NPR Story
8:00 am
Mon March 31, 2014

One Week Later, Prayers For Landslide Victims And Stories Of Survival

Originally published on Mon March 31, 2014 3:26 pm

The death roll has risen to 21 following the massive landslide near Oso, Washington. But the number of missing has been lowered dramatically -- to 30.

Over the weekend, the search for victims continued. At the same time, residents in the nearby town of Darrington paused to pray and reflect.

At First Baptist Church, they prayed for the families of the victims and members of the congregation also told stories of survival.

Steve Sconce was supposed to have been fixing a roof on a house directly in the path of the landslide.

"I decided to not go on that Saturday," he says.

Instead, Sconce headed out of town to watch his son compete in a wrestling tournament. So at 10:37 when the hillside slid, Sconce was safely away from danger.

"Normally by 10 or 10:30 I would have been on that roof, helping Billy."

Billy is Billy Spillers, who's feared dead along with three of his children. Miraculously, a fourth child survived -- thanks in part to a young man sitting in another pew at First Baptist.

"It wasn't much of a question," says Isaac Hall. "If there's people there, we're going to help them out."

Hall and a buddy were driving on Highway 530 when they came across a wall of debris. The two leapt into action. Soon, they were pulling four-year-old Jacob Spillers out of the mud.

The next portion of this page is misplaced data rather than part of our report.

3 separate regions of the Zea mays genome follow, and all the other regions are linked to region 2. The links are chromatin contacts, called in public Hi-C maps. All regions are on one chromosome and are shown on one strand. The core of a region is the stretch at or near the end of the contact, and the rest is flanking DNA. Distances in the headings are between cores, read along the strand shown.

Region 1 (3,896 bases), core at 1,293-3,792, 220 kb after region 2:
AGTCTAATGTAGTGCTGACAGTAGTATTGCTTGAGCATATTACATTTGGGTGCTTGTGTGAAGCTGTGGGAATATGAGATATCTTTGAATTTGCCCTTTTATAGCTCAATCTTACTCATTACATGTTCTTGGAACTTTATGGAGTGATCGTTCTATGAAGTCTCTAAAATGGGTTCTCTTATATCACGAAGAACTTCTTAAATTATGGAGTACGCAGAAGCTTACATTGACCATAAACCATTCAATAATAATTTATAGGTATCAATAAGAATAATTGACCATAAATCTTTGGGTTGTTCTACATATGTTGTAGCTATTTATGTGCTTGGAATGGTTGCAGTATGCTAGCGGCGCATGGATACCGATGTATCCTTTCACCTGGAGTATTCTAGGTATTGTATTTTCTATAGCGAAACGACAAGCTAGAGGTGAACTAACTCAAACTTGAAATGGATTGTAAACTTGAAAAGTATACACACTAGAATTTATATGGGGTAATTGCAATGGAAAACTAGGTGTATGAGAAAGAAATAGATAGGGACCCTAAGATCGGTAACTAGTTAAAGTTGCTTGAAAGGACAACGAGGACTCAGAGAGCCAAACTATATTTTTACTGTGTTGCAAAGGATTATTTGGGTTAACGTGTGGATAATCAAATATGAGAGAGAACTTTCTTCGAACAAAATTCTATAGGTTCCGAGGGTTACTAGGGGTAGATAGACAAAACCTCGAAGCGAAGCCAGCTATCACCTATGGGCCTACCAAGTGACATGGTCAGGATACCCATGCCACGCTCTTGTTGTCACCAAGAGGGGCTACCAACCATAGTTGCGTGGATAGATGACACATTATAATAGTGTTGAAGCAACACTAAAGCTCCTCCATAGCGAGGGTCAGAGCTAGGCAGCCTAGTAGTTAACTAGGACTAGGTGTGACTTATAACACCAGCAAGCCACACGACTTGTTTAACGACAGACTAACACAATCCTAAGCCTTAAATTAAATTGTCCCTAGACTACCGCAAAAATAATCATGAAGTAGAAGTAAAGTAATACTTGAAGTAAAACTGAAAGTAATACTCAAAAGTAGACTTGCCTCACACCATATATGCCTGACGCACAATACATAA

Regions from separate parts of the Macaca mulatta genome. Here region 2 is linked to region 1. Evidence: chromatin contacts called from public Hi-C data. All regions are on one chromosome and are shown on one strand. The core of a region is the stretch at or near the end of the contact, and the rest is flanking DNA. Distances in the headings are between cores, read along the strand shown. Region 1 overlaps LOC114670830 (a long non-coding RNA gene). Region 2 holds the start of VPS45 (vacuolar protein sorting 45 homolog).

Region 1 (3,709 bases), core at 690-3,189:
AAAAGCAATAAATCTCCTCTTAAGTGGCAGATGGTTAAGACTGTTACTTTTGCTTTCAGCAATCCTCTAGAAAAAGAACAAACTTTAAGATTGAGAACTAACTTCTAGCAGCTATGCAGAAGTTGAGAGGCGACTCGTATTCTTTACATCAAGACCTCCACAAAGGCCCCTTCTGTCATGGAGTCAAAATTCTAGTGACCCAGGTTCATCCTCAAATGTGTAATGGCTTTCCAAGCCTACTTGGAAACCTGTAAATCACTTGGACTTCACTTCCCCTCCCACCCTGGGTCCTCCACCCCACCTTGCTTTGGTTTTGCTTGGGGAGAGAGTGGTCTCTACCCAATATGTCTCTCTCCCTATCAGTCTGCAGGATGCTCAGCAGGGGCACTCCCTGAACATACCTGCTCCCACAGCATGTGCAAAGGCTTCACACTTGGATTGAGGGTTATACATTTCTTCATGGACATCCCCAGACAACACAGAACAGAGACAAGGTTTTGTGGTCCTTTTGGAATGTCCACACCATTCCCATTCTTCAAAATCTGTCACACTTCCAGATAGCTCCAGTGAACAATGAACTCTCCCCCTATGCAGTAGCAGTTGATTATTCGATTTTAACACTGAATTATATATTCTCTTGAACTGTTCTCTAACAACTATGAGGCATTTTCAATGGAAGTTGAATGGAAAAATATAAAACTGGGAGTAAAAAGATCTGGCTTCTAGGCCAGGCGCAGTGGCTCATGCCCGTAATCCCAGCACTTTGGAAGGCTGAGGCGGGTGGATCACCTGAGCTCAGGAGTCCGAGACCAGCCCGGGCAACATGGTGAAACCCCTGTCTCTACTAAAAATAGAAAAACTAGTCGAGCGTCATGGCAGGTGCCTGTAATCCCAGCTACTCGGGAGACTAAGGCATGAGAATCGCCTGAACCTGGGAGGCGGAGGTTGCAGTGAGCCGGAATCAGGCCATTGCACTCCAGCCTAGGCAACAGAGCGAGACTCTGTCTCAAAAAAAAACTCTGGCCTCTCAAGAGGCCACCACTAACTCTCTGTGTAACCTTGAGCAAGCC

"We were just trundling along looking for anybody or anything, and looked over the site and there he was, " says Hall. "He was up to his waist and freezing cold, obviously, and crying. So we went over there and started digging him out."

A helicopter swooped down and Hall handed the boy off to safety. The rescue was captured on a video that quickly went 'round the world.

Others members of First Baptist Church in Darrinton have volunteered endless hours dishing up soup and sandwiches to rescue workers. Even so, Pastor Mike DeLuca says some in his flock wish they could have done more.

They're also asking the inevitable question: Why did this happen?

"We can't blame God for everything," says DeLuca. "We just can't. Things happen. Natural disasters happen. Volcanoes blow. Mountains slide. We just have to be ready at any moment."

DeLuca says after 37 years in Darrington, he knows the community will pull through. Even if life will never be the same.

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